Therapy at 30 days of life predicts lung function at 6 to 12 months in infants with congenital diaphragmatic hernia

Pediatr Pulmonol. 2020 Jun;55(6):1456-1467. doi: 10.1002/ppul.24736. Epub 2020 Mar 19.


Introduction: Congenital diaphragmatic hernia (CDH) is associated with variable degrees of lung hypoplasia. Pulmonary support at 30 days postnatal age was found to be the strongest predictor of inpatient mortality and morbidity among CDH infants and was also associated with higher pulmonary morbidity at 1 and 5 years. It is not known, however, if there is a relationship between the need for medical therapy at 30 days of life and subsequent abnormalities in lung function as reflected in infant pulmonary function test (iPFT) measurements.

Objective: We hypothesized that CDH infants who require more intensive therapy at 30 days would have more abnormal iPFT values at the time of their first infant pulmonary function study, reflecting the more severe spectrum of lung hypoplasia.

Methods: A single-institution chart review of all CDH survivors who were enrolled in a Pulmonary Hypoplasia Program (PHP) through July 2019, and treated from 2002 to 2019 was performed. All infants were divided into groups based on their need for noninvasive (supplemental oxygen, high flow therapy, noninvasive mechanical ventilation) or invasive (mechanical ventilation, extracorporeal membrane oxygenation) respiratory assistance, bronchodilators, diuretic use, and pulmonary hypertension (PH) therapy (inhaled and/or systemic drugs) at 30 days. Descriptive and statistical analyses were performed between groups comparing subsequent lung function measurements.

Results: A total of 382 infants (median gestational age [GA] 38.4 [interquartile range (IQR) = 37.1-39] weeks, 41.8% female, 70.9% Caucasian) with CDH were enrolled in the PHP through July 2019, and 118 infants underwent iPFT. The median age of the first iPFT was 6.6 (IQR = 5.3-11.7) months. Those requiring any pulmonary support at 30 days had a higher functional residual capacity (FRC) (z) (P = .03), residual volume (RV) (z) (P = .008), ratio of RV to total lung capacity (RV/TLC) (z) (P = .0001), and ratio of FRC to TLC (FRC/TLC) (z) (P = .001); a lower forced expiratory volume at 0.5 seconds (FEV0.5) (z) (P = .03) and a lower respiratory system compliance (Crs) (P = .01) than those who did not require any support. Similarly, those requiring diuretics and/or PH therapy at 30 days had higher fractional lung volumes, lower forced expiratory flows and Crs than infants who did not require such support (P < .05).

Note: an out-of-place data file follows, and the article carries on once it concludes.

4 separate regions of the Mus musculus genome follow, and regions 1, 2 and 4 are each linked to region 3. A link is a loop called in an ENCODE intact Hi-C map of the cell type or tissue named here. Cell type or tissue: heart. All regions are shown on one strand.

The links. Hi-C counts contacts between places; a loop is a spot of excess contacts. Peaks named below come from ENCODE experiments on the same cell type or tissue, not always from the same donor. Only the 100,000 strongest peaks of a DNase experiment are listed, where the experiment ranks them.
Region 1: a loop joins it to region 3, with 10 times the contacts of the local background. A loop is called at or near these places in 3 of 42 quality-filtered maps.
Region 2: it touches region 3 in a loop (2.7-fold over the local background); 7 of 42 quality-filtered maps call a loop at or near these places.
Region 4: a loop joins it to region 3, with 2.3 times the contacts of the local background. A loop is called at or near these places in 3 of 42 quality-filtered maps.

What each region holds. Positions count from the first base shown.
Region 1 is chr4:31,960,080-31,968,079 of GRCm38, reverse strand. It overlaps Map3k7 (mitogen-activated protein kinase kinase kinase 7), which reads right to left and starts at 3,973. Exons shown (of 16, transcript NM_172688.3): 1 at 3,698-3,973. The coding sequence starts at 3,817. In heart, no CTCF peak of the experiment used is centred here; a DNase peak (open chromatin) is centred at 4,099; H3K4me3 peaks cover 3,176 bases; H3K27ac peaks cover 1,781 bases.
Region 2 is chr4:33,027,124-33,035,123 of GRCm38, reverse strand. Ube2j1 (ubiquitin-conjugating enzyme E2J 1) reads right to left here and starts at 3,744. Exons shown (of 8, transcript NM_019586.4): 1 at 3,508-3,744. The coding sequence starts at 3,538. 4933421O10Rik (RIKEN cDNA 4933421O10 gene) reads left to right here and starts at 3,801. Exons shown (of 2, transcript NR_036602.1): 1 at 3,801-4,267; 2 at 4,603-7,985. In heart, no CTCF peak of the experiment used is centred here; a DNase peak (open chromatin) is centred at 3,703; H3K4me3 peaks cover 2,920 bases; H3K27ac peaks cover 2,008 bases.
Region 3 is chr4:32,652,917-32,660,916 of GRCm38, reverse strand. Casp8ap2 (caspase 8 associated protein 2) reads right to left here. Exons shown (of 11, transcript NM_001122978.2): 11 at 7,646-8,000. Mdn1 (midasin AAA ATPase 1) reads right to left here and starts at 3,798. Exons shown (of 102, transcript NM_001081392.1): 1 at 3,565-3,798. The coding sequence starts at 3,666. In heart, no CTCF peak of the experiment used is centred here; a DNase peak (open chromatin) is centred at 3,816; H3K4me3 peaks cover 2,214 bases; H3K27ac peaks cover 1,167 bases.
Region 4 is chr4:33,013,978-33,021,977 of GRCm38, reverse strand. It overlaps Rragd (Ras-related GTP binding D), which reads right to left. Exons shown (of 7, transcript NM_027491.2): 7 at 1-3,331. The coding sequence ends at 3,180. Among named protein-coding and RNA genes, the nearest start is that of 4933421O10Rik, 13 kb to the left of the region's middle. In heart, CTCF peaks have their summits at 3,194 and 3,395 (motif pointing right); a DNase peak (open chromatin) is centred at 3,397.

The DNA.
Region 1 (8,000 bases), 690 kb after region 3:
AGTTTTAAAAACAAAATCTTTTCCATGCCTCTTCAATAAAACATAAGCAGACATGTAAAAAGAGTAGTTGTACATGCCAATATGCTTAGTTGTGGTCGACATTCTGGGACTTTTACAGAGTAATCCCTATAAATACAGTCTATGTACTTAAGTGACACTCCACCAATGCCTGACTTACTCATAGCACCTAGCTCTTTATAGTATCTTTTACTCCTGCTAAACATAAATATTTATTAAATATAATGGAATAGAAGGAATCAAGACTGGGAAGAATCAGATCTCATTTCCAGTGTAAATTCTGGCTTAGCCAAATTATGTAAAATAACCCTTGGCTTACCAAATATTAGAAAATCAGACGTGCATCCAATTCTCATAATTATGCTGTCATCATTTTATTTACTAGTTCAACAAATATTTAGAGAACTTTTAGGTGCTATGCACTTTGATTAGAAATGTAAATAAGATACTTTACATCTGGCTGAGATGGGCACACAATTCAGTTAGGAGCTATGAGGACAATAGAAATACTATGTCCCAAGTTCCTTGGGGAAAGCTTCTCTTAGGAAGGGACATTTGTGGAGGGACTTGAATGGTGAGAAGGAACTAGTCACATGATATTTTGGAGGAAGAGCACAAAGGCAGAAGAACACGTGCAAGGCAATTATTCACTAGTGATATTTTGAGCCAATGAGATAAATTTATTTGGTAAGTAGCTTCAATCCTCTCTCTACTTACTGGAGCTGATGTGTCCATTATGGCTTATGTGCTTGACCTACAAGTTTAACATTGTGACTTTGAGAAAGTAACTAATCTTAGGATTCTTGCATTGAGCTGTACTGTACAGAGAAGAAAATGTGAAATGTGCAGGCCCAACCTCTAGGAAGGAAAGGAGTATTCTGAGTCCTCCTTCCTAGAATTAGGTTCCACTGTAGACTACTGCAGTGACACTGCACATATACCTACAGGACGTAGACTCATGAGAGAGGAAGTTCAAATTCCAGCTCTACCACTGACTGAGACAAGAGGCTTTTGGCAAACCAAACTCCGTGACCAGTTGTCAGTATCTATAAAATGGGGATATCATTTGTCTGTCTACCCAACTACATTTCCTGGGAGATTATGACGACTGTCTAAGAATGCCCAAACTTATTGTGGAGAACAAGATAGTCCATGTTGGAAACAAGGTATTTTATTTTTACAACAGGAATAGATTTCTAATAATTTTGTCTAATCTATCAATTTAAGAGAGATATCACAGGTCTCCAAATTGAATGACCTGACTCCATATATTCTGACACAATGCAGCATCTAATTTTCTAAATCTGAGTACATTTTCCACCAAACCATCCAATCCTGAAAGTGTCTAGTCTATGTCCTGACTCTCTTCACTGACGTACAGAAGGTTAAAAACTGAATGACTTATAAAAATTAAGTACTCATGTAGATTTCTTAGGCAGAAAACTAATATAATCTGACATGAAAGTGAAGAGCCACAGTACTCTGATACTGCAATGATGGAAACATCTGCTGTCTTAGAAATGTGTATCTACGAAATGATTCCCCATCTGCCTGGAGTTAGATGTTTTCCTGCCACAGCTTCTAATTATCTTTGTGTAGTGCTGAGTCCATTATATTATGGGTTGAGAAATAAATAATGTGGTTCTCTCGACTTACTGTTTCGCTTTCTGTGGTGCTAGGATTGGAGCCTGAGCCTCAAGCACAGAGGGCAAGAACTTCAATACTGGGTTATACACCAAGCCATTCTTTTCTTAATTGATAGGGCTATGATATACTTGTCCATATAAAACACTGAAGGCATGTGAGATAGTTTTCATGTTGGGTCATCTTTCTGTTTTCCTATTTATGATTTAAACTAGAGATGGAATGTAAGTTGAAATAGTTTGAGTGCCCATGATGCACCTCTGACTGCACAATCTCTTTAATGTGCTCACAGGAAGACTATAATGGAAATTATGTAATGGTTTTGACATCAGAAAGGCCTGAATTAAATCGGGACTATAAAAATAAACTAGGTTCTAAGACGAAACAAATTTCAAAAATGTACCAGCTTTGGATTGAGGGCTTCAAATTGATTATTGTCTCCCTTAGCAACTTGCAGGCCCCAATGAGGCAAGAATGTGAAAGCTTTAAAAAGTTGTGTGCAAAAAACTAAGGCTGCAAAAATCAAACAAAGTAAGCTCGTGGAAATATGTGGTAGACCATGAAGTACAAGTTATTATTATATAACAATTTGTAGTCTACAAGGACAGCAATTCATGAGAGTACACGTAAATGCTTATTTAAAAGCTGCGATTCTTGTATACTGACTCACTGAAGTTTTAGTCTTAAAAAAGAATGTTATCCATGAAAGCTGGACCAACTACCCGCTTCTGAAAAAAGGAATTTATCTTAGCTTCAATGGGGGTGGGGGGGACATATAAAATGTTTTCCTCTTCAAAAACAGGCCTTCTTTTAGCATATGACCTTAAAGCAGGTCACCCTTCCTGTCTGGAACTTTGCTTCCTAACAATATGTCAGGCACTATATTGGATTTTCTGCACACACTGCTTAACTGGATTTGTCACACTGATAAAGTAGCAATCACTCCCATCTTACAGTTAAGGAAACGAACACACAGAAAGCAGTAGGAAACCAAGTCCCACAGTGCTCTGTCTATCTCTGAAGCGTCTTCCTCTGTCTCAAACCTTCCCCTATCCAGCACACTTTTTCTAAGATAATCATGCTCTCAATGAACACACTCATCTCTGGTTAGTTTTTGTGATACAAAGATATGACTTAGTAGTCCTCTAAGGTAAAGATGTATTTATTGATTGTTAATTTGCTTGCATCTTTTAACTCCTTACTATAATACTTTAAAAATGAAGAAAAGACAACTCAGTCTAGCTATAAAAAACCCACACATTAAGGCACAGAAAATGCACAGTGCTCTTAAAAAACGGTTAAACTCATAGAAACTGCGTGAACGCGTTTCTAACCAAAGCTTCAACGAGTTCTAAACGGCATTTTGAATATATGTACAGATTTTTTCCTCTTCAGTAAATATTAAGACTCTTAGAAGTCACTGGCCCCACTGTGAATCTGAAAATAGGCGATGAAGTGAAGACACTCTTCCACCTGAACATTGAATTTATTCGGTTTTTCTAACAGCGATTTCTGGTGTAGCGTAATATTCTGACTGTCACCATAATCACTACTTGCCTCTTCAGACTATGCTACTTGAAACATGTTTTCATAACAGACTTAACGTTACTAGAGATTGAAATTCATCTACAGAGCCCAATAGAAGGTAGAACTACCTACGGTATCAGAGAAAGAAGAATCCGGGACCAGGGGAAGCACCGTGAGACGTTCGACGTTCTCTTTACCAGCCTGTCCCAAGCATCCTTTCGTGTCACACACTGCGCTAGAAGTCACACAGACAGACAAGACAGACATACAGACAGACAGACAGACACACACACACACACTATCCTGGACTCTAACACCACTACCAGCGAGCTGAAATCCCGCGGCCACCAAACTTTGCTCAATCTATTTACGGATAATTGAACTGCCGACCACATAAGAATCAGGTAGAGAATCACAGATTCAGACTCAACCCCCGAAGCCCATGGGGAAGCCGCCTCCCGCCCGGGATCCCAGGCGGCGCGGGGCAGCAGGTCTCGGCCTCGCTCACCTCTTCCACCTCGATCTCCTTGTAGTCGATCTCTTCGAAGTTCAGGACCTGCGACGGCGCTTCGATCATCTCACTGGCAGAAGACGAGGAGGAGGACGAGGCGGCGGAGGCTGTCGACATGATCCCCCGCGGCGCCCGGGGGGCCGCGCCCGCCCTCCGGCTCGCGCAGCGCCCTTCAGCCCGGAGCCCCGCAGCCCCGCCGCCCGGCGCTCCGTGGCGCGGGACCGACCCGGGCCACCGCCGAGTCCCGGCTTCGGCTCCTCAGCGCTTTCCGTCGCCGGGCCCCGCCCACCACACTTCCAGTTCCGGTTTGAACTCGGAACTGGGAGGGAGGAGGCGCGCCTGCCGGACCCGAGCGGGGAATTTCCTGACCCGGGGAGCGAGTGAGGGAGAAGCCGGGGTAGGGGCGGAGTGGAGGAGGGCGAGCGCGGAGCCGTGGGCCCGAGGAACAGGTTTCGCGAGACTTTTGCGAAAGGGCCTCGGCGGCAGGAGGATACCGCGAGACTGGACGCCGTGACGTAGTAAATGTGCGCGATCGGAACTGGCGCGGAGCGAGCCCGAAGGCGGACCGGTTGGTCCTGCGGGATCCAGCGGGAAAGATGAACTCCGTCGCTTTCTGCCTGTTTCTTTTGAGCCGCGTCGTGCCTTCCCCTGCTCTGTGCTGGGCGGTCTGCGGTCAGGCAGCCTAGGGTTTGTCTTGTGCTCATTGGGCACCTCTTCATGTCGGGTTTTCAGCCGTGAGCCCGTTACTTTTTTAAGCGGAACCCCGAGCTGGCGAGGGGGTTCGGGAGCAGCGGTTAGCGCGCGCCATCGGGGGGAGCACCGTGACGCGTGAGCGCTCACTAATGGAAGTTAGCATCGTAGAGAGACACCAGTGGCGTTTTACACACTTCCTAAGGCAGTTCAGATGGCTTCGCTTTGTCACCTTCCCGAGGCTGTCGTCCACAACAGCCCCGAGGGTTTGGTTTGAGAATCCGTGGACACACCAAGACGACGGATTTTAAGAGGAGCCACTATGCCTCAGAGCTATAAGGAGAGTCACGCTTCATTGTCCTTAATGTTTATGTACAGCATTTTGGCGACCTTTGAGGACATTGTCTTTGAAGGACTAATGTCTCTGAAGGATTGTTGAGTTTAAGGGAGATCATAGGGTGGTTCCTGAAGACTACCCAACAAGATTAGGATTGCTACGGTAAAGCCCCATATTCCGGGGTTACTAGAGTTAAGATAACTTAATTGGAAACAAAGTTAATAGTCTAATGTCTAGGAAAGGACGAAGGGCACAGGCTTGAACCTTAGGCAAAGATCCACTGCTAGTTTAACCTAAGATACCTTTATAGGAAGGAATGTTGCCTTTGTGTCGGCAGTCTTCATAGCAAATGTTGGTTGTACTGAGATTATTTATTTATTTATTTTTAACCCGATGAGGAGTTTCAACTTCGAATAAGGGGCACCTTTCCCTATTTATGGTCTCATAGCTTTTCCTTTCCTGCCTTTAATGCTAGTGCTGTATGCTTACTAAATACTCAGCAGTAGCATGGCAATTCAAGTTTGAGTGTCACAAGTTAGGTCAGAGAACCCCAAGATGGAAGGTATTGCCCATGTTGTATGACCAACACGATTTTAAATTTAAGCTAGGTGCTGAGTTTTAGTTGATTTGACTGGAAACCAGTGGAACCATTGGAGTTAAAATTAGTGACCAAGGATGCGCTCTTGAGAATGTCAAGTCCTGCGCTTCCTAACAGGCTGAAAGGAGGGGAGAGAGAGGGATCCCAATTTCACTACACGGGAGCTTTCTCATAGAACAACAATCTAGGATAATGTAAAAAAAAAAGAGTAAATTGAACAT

Conclusions: Infants requiring any pulmonary support, diuretics and/or PH therapy at 30 postnatal days have lower forced expiratory flows and higher fractional lung volumes, suggesting a greater degree of lung hypoplasia. Our study suggests that the continued need for PH, diuretic or pulmonary support therapy at 30 days can be used as additional risk-stratification measurements for evaluation of infants with CDH.

Keywords: infant pulmonary function; lung hypoplasia; outcomes; pulmonary hypertension therapy; raised volume rapid compression technique.

MeSH terms

  • Diuretics / therapeutic use
  • Female
  • Hernias, Diaphragmatic, Congenital / physiopathology
  • Hernias, Diaphragmatic, Congenital / therapy*
  • Humans
  • Hypertension, Pulmonary / physiopathology
  • Hypertension, Pulmonary / therapy
  • Infant
  • Infant, Newborn
  • Lung / physiopathology*
  • Male
  • Respiratory Function Tests
  • Respiratory Therapy


  • Diuretics